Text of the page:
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Which is the right type of bankruptcy for me?

| Mar 8, 2021 | Firm News

The past year has been tough on Americans, and people from many stations in life have seen their financial futures threatened by crippling medical debt, business closures, reduced hours or layoffs. When earnings go down, debt usually piles on.

Florida residents who are feeling overwhelmed by debt may be considering some kind of debt relief, but aren’t sure if it’s better to seek debt management or a loan modification on the home mortgage, or to go into bankruptcy. It can help if you are living in Miami-Dade County to reach out to an experienced bankruptcy attorney for advice on the best plan moving forward.

What kinds of bankruptcy are there?

Most bankruptcy cases available to individuals are filed under one of two chapter of the Federal Bankruptcy Code. They are:

  • Chapter 7, or “straight bankruptcy”, is a liquidation proceeding that takes place if the individual’s income is below the state’s minimum income threshold, as determined by a means test. People filing for Chapter 7 in general are looking for a discharge from debt so that they can get a new lease on life. Their debt may have grown because of medical expenses from illness, unemployment or overextended credit. There is some debt, such as child support, alimony, or tax debt that cannot be discharged. School loan debt can rarely be discharged.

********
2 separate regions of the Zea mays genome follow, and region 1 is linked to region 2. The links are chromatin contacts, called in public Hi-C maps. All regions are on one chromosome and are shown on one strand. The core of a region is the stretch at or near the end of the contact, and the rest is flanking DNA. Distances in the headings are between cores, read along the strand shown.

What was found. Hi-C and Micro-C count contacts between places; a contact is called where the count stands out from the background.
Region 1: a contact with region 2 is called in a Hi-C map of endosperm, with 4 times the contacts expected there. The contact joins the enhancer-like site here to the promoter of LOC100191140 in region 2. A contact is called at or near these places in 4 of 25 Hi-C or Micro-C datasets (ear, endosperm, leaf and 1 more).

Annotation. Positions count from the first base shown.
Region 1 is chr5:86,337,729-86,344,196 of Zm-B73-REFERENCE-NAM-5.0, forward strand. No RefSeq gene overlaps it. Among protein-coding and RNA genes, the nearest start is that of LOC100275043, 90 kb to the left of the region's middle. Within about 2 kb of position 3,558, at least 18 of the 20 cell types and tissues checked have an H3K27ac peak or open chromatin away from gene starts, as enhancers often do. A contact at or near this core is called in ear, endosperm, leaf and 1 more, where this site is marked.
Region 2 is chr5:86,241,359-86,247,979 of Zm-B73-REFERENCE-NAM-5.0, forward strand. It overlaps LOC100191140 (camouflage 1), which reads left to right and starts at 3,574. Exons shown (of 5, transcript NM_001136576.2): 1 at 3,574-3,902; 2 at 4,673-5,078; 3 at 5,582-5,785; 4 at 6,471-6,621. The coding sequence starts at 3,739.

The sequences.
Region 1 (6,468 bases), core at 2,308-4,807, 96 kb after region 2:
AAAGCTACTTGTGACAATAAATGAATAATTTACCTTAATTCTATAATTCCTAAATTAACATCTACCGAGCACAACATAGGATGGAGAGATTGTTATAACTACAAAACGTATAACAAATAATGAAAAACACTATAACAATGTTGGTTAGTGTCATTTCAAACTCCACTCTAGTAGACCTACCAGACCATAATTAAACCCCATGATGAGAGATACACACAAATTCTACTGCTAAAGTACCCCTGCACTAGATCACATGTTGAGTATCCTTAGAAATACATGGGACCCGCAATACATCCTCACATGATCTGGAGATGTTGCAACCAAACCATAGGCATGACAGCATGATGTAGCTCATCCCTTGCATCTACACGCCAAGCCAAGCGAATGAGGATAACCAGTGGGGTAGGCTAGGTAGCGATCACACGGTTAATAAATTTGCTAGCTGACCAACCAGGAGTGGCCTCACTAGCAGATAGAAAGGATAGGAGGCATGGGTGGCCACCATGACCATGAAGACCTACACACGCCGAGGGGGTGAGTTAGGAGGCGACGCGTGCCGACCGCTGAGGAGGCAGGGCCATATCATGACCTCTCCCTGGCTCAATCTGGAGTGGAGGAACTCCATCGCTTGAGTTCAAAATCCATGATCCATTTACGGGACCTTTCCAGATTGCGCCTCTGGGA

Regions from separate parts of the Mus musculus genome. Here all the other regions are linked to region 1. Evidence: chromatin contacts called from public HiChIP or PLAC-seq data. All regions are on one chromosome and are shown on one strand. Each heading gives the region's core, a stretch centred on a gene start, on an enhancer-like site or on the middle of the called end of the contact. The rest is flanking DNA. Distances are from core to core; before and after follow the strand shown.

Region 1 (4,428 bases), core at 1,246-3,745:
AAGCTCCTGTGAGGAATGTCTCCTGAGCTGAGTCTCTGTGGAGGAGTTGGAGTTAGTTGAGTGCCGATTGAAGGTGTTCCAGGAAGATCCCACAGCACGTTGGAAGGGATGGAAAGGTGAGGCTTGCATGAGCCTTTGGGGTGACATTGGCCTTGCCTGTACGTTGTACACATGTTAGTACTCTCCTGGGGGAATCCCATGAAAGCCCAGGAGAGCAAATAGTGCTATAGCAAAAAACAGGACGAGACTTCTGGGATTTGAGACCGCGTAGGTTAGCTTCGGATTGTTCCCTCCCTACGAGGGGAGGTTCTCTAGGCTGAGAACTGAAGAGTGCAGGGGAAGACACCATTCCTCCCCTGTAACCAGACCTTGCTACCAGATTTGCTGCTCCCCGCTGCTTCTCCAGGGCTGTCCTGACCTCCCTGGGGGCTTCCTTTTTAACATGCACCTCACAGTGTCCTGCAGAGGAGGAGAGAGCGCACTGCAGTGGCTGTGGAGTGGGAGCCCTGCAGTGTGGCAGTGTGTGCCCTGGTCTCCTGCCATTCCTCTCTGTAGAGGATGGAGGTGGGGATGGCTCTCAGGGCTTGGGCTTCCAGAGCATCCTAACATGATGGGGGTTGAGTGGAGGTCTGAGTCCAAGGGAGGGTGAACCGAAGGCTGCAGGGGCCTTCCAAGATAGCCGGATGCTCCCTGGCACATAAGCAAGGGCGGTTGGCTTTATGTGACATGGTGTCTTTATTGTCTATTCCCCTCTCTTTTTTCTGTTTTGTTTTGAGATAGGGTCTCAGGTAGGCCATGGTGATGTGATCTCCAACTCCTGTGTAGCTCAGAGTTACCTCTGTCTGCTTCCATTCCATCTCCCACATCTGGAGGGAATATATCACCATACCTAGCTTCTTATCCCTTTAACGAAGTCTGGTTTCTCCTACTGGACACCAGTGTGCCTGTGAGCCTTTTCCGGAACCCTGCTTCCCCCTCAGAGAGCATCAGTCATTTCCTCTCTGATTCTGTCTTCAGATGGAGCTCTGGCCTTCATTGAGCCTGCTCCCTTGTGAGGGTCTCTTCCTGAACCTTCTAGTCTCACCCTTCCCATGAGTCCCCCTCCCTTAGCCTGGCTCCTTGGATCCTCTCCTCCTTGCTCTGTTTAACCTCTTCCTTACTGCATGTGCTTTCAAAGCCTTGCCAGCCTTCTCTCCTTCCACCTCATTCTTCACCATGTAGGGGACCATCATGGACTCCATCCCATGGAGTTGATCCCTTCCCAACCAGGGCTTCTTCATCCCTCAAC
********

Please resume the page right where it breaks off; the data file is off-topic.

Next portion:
• Chapter 13 reorganizes a debtor’s obligations, which may also involve discharging some debt. Under a Chapter 13 filing, a court-appointed trustee will oversee a debt management plan that will halt foreclosure proceedings and allow people to catch up on back payments over time with a structured repayment plan. The individual will retain property such as the family home or car, and under the plan they will repay all or part of certain debt over a period of three to five years.

What does bankruptcy look like in Florida?

In Florida, for a debtor to be eligible for a Chapter 7 bankruptcy, they must pass a minimum means test, which is a monthly household income of less than $7,454 over a period of 60 months, with adjusted minimums for the number of family members. If the individual’s debts are not primarily consumer debts, then they are exempt from the means test.

Florida has a generous homestead exemption for residents who have lived in the state for a minimum of 40 months. If they qualify, this exemption protects the household main residence of unlimited value from creditors. For those who do not meet this residency requirement, federal law offers a generous cap on the exemption at $160,375.

 

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